24, 27, 30 October, 2 November For booking information visit www.wexfordopera.com A behind the scenes look at the upcoming production of L'arlesiana by Franceso Cilèa at the 61st Wexford Festival Opera with behind the scenes footage as well as interviews with David Angus (Conductor), Rosetta Cucchi (Director), Dmitry Golovnin (Federico), Mariangela Sicilia (Vivetta) and Christopher Robertson (Baldassarre). Love pervades this story of a young man, Federico, and his family and friends in the countryside near Arles in the south of France. But this is no rural idyll, this is real life. The passions and emotions of Federico, his mother Rosa, Vivetta, who has always loved him, and Metifio, his rival in love, have a powerful universal resonance. Cilèa’s 1897 opera depicts the superstitions surrounding a handicapped child, Federico’s obsessive love for a mysterious woman, his jealousy of Metifio, his mother’s all-consuming love for him, and the shy Vivetta, who loves Federico and suffers agonies of misery over him. At the centre of it all is l’Arlesiana, the woman from Arles. She never appears but – unwittingly, perhaps – pulls the strings as they all dance to her tune.+ More details
Some behind the scenes footage from week 2 of rehearsals of Wexford Festival Opera 2012 24 October - 4 November 2012 www.wexfordopera.com+ More details
A quick glimpse behind the scenes as the company completes it's first full week of rehearsals for Wexford Festival Opera 2012.+ More details
Best Available Seating 25 October - Booking on www,wexfordopera.com A behind the scenes look at the upcoming production of Le Roi malgrè lui at the 61st Wexford Festival Opera; with behind the scenes footage as well as interviews with Jean-Luc Tingaud (Conductor), Thaddeus Strassberger (Director), Liam Bonner (Henri de Valois), Mercedes Arcuri (Minka), Luigi Boccia (Comte de Nangis) and Nathalie Paulin (Alexina). Being king isn’t easy but it’s even harder when you are a dissolute French aristocrat sent by your domineering mother – Queen Catherine of Medici, no less – to rule over an unwelcoming foreign populace! Feeling exiled in Poland, Henri, our reluctant king, is consumed by nostalgia for all things French. The frigid weather, the dreary fashion, the drab palace – none of it is to his liking! As he attempts not to be crowned King of Poland the production takes a rapturous ride through all things French, from Louis XVI’s glittering royal court at Versailles to the long sultry summers of St Tropez and the sophisticated nightlife of Monte Carlo in the 1960s. Written in 1884, Le Roi malgré lui (‘The King in Spite of Himself’) had an ill-starred stage history, but its lively and melodic musical score was a success from the outset and was greatly admired by Debussy, Ravel and Stravinsky. With vocal fireworks, comedic cunning, an exuberant chorus and lively dances, all driven by a clever orchestral score, this production captures the essence of Chabrier’s satirically witty comic opera. Tickets: €25 - €130+ More details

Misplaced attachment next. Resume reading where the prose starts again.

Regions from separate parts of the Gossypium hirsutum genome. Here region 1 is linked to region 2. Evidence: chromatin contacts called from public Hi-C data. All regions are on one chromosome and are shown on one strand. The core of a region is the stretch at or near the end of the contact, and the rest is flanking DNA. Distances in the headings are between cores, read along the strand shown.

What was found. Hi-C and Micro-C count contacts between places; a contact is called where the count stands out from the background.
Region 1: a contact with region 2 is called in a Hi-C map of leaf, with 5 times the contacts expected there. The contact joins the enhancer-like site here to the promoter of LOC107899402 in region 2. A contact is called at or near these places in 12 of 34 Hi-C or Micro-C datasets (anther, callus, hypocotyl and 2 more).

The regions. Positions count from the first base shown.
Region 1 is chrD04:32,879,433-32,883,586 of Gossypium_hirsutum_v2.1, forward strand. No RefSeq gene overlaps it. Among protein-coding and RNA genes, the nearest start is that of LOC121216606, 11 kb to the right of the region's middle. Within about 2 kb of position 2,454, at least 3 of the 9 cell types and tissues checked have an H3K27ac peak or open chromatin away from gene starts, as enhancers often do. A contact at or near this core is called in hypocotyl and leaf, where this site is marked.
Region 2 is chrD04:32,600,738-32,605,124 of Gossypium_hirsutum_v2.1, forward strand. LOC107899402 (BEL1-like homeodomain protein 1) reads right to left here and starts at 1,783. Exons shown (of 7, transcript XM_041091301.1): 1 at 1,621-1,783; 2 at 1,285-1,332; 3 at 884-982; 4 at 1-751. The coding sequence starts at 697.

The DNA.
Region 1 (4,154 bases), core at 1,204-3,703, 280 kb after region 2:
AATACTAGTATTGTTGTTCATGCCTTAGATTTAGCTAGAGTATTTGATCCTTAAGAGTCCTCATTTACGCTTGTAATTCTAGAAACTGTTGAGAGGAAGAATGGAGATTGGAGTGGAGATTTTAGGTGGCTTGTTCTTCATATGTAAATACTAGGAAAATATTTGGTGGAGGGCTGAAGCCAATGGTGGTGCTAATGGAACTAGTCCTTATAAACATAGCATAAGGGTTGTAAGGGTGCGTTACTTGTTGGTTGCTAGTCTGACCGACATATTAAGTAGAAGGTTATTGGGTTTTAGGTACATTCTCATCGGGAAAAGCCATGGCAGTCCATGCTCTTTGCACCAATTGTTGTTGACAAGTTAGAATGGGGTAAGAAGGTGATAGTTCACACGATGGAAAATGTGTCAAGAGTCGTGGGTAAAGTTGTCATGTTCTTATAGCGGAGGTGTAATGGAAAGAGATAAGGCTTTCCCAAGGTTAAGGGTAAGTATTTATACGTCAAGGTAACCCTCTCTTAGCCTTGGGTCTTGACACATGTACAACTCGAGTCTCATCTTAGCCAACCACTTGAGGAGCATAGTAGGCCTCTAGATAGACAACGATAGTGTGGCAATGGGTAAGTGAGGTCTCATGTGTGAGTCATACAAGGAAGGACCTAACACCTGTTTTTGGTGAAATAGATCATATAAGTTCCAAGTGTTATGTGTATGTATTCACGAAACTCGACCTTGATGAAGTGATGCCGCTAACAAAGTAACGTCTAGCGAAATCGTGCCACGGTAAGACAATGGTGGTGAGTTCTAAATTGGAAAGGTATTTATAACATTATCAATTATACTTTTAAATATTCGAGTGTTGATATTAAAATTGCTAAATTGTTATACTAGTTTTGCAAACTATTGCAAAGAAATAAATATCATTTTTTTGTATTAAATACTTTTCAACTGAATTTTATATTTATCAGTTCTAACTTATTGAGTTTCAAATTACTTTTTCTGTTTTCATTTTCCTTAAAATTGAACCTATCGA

Wexford Festival Opera, 22, 28, 31 October, 4 November. www.wexfordopera.com An old tale with contemporary relevance: a father who wants power and wealth rather than a happy marriage for his son tries to change the course of events through murder. True love that reaches beyond death and outwits evil. Roman Statkowski is regarded as one of the most important Polish composers before Szymanowski. He was a composition teacher in Warsaw when he entered a competition in 1903 to compose an opera inspired by Antoni Malczewski’s 1825 epic Romantic poem Maria (Ukrainian Tale). Statkowski wrote his own libretto as well as composing the music, and won the competition with Maria. Although it was successfully performed in Warsaw in 1906 it has been performed only a few times since then. The music is in the grand symphonic style of the 19th century Russian masters, but with an almost Wagnerian use of leitmotif that connects characters, action, emotion and memory. Statkowski studied with Rubinstein at St Petersburg and was influenced by Mussorgsky, Richard Strauss and Pfitzner. The love that Maria and her husband Waclaw share is opposed by Waclaw’s father who causes Maria to be murdered in order that Waclaw may marry a woman of much greater wealth and status. This is contrasted with the love that Maria’s father has for his child. Waclaw determines to kill his father for ordering his wife’s death, but Maria’s ghost appears, to stay his hand. Waclaw kills himself instead, and musically this enabled Statkowski to transform the gothic ‘Ukrainian Tale’ of the original poem into an operatic Liebestod, with Waclaw dying for love.+ More details